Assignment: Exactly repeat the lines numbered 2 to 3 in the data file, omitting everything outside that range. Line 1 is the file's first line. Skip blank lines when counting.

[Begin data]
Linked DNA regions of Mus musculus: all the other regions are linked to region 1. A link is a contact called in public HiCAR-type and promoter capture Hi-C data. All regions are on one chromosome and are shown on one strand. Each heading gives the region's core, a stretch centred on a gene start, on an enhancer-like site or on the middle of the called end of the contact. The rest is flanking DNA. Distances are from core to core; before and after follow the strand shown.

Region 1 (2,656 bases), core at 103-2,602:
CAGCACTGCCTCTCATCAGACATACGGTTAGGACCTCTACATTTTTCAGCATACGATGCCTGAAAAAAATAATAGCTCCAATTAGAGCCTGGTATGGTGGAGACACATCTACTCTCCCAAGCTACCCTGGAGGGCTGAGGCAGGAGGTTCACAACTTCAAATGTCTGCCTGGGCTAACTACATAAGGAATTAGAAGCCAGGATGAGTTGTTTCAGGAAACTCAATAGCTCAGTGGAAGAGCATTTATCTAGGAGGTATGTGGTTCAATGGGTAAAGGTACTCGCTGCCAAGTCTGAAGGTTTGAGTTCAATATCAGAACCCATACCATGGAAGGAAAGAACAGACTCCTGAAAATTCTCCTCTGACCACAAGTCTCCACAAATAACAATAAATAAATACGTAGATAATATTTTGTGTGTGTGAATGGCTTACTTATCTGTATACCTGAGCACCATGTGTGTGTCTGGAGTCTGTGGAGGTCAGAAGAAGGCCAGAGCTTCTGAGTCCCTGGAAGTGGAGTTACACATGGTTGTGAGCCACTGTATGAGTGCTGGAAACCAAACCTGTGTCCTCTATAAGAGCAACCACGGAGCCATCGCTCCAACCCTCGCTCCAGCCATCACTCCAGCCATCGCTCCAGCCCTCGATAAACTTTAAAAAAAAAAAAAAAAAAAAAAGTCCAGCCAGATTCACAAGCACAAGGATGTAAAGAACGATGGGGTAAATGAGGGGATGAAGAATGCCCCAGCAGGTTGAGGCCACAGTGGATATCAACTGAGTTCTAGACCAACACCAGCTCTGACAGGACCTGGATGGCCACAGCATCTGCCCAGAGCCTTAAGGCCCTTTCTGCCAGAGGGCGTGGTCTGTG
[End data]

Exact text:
Region 1 (2,656 bases), core at 103-2,602:
CAGCACTGCCTCTCATCAGACATACGGTTAGGACCTCTACATTTTTCAGCATACGATGCCTGAAAAAAATAATAGCTCCAATTAGAGCCTGGTATGGTGGAGACACATCTACTCTCCCAAGCTACCCTGGAGGGCTGAGGCAGGAGGTTCACAACTTCAAATGTCTGCCTGGGCTAACTACATAAGGAATTAGAAGCCAGGATGAGTTGTTTCAGGAAACTCAATAGCTCAGTGGAAGAGCATTTATCTAGGAGGTATGTGGTTCAATGGGTAAAGGTACTCGCTGCCAAGTCTGAAGGTTTGAGTTCAATATCAGAACCCATACCATGGAAGGAAAGAACAGACTCCTGAAAATTCTCCTCTGACCACAAGTCTCCACAAATAACAATAAATAAATACGTAGATAATATTTTGTGTGTGTGAATGGCTTACTTATCTGTATACCTGAGCACCATGTGTGTGTCTGGAGTCTGTGGAGGTCAGAAGAAGGCCAGAGCTTCTGAGTCCCTGGAAGTGGAGTTACACATGGTTGTGAGCCACTGTATGAGTGCTGGAAACCAAACCTGTGTCCTCTATAAGAGCAACCACGGAGCCATCGCTCCAACCCTCGCTCCAGCCATCACTCCAGCCATCGCTCCAGCCCTCGATAAACTTTAAAAAAAAAAAAAAAAAAAAAAGTCCAGCCAGATTCACAAGCACAAGGATGTAAAGAACGATGGGGTAAATGAGGGGATGAAGAATGCCCCAGCAGGTTGAGGCCACAGTGGATATCAACTGAGTTCTAGACCAACACCAGCTCTGACAGGACCTGGATGGCCACAGCATCTGCCCAGAGCCTTAAGGCCCTTTCTGCCAGAGGGCGTGGTCTGTG